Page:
Samora: Rather die for what you believe in than live a lie.
Okonkwo: Have you lost your mind? This is no place for a future. (Sirens go off outside.)
Samora: What is a future, Okonkwo? Tell me. There is no future. There is only the present. We have to make our own future.
Okonkwo: I’m not interested in your philosophy of life, I just want you to come with me.
Samora: So have you decided where you will be going?
Okonkwo: South Africa. We are going to South Africa.
Samora: Do you have the slightest idea what those South Africans will do to you? I listen to the radio and it’s actually much worse down there than here.
Okonkwo: But there are many opportunities there. We’ll have a chance.
Samora: There are xenophobic scourges aimed directly at fellow Africans. They say we stink, steal and cheat. They call us unspeakable names. I think it’s better to die here, with honor and dignity.
Okonkwo: Even if you make it through tomorrow and the following week, you won’t get the chance to grow up here. There is only famine and death. I have buried my parents, my friends and my peers. I’m not burying my little brother.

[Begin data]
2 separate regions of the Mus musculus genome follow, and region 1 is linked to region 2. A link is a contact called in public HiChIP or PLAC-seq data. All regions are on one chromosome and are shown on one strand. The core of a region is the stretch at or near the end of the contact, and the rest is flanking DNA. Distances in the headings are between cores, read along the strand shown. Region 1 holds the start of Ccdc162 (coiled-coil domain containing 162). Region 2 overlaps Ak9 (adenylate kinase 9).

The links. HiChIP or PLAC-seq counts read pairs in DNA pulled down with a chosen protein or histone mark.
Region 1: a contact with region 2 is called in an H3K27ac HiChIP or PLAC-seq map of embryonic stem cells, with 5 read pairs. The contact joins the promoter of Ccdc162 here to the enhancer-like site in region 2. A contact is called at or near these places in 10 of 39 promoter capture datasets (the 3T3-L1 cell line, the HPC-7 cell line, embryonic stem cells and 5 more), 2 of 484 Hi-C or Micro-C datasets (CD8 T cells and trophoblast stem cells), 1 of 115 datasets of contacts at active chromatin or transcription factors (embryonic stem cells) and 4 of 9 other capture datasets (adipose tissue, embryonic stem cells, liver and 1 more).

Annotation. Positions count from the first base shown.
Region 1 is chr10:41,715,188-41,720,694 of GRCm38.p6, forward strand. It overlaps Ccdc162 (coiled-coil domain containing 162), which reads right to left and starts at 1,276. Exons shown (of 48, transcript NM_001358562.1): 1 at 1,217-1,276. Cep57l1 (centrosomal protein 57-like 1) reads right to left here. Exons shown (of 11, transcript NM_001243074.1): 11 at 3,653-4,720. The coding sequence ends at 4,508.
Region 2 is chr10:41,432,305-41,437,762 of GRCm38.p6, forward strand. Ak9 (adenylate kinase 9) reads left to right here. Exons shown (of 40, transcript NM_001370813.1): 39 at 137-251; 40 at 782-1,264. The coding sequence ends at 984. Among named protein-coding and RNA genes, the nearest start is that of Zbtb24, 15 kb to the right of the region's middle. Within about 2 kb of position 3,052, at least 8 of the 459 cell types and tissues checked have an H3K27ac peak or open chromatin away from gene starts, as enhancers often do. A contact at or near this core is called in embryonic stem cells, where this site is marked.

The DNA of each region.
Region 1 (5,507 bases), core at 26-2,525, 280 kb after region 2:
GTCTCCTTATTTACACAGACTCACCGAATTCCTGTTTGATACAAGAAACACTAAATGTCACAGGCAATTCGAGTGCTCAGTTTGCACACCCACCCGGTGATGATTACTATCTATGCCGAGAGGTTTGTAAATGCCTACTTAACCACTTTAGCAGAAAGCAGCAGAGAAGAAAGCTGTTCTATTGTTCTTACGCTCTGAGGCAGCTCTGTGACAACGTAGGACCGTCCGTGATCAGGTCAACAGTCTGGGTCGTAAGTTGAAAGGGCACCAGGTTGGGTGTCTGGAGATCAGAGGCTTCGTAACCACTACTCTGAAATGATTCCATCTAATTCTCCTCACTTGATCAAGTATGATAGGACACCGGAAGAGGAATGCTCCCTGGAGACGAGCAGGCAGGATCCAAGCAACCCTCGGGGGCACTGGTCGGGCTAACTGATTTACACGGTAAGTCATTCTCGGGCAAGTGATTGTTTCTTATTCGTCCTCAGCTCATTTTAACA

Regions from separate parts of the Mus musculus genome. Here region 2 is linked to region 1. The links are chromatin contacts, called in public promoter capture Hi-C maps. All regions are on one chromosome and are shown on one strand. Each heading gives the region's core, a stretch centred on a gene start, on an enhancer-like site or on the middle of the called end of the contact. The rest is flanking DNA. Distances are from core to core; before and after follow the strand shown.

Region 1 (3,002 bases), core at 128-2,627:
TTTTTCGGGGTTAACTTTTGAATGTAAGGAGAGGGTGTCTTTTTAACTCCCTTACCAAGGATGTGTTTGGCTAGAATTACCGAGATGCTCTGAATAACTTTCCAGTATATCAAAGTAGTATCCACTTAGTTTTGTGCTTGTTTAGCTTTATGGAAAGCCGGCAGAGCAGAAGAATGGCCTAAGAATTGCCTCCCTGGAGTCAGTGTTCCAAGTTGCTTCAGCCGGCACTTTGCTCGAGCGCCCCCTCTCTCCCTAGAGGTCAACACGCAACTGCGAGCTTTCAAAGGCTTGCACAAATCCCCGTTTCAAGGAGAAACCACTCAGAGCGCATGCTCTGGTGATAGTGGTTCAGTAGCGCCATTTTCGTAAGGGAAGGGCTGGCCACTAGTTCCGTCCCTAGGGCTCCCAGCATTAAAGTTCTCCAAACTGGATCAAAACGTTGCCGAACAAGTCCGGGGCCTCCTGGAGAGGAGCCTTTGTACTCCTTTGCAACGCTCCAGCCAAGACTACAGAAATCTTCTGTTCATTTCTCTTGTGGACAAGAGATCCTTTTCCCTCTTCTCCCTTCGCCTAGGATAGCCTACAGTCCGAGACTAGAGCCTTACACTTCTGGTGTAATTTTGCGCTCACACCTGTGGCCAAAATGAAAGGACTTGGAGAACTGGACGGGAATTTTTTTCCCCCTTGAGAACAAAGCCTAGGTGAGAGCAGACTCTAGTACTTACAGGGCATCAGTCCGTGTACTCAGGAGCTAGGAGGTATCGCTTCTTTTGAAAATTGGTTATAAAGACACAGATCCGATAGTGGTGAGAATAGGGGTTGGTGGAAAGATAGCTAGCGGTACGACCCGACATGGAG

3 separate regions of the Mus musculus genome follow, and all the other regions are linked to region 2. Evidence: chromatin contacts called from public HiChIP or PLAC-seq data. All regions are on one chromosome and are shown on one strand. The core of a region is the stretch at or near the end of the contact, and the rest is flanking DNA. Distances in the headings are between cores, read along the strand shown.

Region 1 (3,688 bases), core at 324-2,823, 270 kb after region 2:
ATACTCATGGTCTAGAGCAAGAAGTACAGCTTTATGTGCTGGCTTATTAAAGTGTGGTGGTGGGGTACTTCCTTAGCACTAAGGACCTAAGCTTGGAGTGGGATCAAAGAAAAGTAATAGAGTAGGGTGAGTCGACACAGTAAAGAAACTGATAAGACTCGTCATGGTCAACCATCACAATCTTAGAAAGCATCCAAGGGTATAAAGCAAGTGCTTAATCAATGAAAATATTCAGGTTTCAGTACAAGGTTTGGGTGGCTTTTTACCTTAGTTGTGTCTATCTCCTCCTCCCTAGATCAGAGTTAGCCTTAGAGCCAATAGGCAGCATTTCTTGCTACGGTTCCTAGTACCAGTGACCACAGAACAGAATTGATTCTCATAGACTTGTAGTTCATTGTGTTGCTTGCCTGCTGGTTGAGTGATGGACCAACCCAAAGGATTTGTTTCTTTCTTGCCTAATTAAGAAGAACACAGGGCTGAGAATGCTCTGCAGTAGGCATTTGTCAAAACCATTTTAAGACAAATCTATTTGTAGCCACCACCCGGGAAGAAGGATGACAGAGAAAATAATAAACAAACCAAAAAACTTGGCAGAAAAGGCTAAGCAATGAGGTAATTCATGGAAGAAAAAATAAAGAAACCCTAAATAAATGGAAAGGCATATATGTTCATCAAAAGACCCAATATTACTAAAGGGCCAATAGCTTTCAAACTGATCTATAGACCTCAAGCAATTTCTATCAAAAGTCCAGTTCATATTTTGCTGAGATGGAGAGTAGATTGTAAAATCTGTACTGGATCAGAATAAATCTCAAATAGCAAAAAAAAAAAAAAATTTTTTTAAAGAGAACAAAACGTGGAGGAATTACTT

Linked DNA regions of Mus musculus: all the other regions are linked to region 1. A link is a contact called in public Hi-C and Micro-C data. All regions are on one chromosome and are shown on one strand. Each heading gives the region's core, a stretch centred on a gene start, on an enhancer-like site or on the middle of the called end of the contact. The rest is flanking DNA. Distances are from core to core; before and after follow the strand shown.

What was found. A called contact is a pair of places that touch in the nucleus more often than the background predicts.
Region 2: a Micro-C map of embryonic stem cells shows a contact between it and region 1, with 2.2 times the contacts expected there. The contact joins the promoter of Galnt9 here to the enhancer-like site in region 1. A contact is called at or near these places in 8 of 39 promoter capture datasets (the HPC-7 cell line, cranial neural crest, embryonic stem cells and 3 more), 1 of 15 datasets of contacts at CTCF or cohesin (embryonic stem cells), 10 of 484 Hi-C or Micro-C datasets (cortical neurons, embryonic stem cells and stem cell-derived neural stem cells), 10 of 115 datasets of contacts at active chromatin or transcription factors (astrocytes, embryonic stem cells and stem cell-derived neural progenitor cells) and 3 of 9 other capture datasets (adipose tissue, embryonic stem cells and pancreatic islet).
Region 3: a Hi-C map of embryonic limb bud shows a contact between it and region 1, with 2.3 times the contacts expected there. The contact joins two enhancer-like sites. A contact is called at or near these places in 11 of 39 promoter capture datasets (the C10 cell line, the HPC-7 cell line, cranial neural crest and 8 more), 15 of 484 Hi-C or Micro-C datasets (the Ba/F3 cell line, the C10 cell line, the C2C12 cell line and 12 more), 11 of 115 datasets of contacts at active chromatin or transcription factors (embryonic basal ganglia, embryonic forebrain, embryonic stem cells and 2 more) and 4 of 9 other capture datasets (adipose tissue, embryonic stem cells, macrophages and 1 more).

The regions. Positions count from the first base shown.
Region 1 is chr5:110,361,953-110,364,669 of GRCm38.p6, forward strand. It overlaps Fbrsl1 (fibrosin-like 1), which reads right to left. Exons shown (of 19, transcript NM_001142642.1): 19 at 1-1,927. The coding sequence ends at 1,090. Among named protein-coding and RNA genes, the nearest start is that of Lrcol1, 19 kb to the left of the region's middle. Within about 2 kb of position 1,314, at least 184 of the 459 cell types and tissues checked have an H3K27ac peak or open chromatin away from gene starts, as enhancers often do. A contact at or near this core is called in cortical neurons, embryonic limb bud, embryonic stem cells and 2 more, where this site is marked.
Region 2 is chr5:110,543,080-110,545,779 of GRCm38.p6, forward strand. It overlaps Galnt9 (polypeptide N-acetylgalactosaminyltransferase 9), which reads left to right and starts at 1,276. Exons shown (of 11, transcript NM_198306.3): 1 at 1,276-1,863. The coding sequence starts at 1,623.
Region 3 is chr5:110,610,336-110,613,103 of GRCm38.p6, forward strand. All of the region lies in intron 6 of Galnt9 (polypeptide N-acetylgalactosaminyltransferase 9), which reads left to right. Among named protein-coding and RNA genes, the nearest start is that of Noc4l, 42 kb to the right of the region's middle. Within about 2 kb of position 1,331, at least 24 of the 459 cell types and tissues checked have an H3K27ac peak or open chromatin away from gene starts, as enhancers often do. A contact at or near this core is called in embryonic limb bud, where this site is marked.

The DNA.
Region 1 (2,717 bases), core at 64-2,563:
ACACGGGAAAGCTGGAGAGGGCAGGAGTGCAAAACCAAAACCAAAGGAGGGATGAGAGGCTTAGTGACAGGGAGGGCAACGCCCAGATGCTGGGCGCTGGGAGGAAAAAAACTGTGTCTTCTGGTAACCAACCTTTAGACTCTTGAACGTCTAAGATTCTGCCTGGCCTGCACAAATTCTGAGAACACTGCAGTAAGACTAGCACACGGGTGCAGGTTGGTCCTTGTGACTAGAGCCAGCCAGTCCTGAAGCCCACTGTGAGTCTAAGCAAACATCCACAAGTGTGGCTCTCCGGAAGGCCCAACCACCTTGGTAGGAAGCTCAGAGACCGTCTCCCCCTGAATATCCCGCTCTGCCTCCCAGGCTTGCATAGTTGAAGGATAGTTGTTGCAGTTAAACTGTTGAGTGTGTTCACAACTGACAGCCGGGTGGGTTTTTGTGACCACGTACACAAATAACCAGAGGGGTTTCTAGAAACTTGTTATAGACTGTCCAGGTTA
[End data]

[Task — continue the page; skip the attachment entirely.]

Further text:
Samora: I’m not a baby anymore. I can defend myself now.
Okonkwo: What will you eat?
Samora: There’s food aid in the community center. I saw it. It’s stacked up inside the gymnasium.
Okonkwo: (With sarcasm in his voice.) How long can you survive on a cup of rice a day?
Samora: (He moves his bed aside, pulls out an AK47 and cocks it.) This is my voice now. I’ll take what I want.
Okonkwo: Where the hell did you get that?
Samora: Why do you care?
Okonkwo: You know, Samora, I should be beating the hell out of you, right now.
Samora: I don’t care. This is my retribution. (Sirens go off again and we hear a commotion outside.)
Okonkwo: Mom and Dad are turning in their graves right now. How dare you bring that inside their house?
Samora: Don’t act like a saint. You also have one. I’ve seen it.